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Both Sides of the Fence

A Tosa resident since 1991, Christine walks the dog, cooks but avoids housework, writes and reads, and enjoys the company of friends and strangers. Her job takes her around the state, learning about people's health. A Quaker (no, they don't wear blue hats or sell oatmeal or motor oil), she has been known to stand on both sides of the political and philosophic fence at the same time, which is very uncomfortable when you think about it. She writes about pretty much whatever stops in to visit her busy mind at the moment. One reader described her as "incredibly opinionated but not judgmental." That sounds like a good thing to strive for!

What's in a name: branding the Hart Park playing fields

branding, Jill Didier, naming rights, Wauwatosa

I'm much more than a consumer. I'm a citizen. I care about history, tradition, the particularity of  place, civic responsibility, and the separation of government and commercial "speech." And that's why I'm leery about naming rights at Hart Park.

 

According to an article in the Journal Sentinel and WauwatosaNOW, Mayor Jill “Didier says selling the rights will help the city financially and ‘create a sense of public ownership’ in the upgrade, which includes expansion of the athletic field and tennis courts,” and “the city is researching how much money other communities have received for naming rights. She would not estimate how much the rights at Hart Park could be sold for.”

 

I’m not sure what sense of public ownership selling naming rights would give. It looks more like corporate ownership. Privatizing civic responsibility can make taxpayers think they don’t have any responsibility for funding the project, that that responsibility belongs to someone else. They become less likely to want to support civic projects in the future and more likely to vote against (parks, schools, insert nameable project of your choice here). It's no longer "ours." It's "theirs."

 

Let’s ignore the 1999 financial and image disaster of the Houston Astros naming their new ballpark Enron Field. Or the same thing poised to play out  with Citi Bank and the New York Mets.

 

Let’s assume our leaders have more sense than to even consider naming fields used by youth after businesses that profit from alcohol and tobacco. (Added: I learned at tonight's Community Development

Committee meeting that they do have that much sense.)

 

Instead, let’s look at this as a business transaction.

 

There’s some interesting research  that shows corporations don't get a great return on their investment in naming rights. As more of them come to understand this, the amount they are willing to pay decreases. 

 

And there’s some agreement that they already are paying too little.  The mayor's office research into what others are paying for naming rights is likely to uncover low-ball values. I'm not aware that our city has enough experience in these sorts of transactions to make a deal worth doing.

 

Fundraiser Jeane Vogel does, and she has some interesting observations. While they relate to nonprofit organizations, the observations work equally well for government entities.


Once you name something, it’s named and it’s hard to change it later unless the donor goes to jail for something really awful. You’re stuck. I know of (an organization) that is actually thinking of tearing down a 35-year-old named building and building fresh on the same site, partially because they need to get out from under the old name and approach new donors. I am still shaking my head in disbelief at this incredibly bad idea.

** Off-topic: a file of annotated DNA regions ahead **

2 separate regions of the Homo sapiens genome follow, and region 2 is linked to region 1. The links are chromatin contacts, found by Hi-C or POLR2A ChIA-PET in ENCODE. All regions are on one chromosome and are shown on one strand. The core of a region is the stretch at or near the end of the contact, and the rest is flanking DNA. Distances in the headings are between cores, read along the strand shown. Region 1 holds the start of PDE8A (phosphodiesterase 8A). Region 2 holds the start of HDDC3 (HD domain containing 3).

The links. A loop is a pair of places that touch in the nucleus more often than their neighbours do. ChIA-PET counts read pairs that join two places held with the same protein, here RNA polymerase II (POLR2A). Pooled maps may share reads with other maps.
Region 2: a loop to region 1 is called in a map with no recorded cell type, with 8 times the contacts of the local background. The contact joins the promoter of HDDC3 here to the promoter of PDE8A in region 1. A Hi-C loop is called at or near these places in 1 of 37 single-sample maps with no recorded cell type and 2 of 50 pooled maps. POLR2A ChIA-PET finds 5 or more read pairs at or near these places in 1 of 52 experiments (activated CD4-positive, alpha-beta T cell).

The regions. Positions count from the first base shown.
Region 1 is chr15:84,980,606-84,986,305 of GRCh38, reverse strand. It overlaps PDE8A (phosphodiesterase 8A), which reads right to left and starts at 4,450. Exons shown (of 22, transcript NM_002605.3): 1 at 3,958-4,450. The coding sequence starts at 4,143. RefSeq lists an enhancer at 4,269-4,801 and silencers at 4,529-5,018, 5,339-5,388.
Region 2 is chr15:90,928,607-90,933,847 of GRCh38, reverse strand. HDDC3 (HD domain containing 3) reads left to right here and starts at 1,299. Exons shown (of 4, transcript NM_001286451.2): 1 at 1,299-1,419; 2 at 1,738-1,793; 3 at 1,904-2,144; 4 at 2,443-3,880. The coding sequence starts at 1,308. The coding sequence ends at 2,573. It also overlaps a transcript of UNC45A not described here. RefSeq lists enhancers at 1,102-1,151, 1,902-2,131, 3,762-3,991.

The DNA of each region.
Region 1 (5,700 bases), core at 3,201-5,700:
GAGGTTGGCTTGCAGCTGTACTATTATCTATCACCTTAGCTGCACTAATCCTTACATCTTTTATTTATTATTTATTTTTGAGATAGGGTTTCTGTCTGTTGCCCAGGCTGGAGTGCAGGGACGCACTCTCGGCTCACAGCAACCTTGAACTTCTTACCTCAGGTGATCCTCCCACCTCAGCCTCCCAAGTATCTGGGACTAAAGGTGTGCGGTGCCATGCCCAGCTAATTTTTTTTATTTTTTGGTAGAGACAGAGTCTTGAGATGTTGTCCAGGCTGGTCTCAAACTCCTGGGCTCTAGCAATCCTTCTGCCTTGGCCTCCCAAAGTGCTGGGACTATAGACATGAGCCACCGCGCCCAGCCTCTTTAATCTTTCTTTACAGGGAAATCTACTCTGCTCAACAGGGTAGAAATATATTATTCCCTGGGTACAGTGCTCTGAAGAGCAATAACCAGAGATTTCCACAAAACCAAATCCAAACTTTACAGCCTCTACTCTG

Choose the amount of the naming gifts very carefully, and DON’T UNDERSELL YOUSELF! Many . . . sell the naming rights very cheap. Keep in mind, that’s probably the largest gift you are going to get from that donor. And the largest gift of the naming campaign will become the largest gift you EVER can get.

 

Here’s a true example that still makes my blood boil whenever I think of the squandered opportunities: an organization is young and needs some quick cash. They can’t seem to get their major donors to gift at the level the organization needs. They are approached by a prospective donor who wants the organization named after him. He names a price, say $500,000. A whole organization! Only $500,000! As you can imagine I advised them to tell the donor that the organization could be named for him, but for no less than $2 million.

 

They were afraid of the big money and thought the donor would walk away. But here was a donor who wanted his name on this particular type of agency. He had the capacity and the interest. There were no other agencies of this type left to be named. The agency held the better hand but the donor had the better poker face. The agency folded.

 

Selling naming rights is more than saving the taxpayers a little money. Aside from the potential for the deal to go bad, it can change the character of a community. I sort of like the character Wauwatosa has now, and the commitment of the citizens to building a place that looks like us, not a corporate entity.

 

If we decide to sell our soul, let's hope we at least get plenty for it.

 

Added: After attending the Community Development Committee meeting Tuesday, it looks like what's being considered most strongly is naming after individuals or groups with ties to Tosa (for example, "The Class of 52 Stadium.") I think that's less problematic than corporate naming, but it still calls for careful consideration.  What are the individual or group qualities that tell a story about us that's noble and inspiring?

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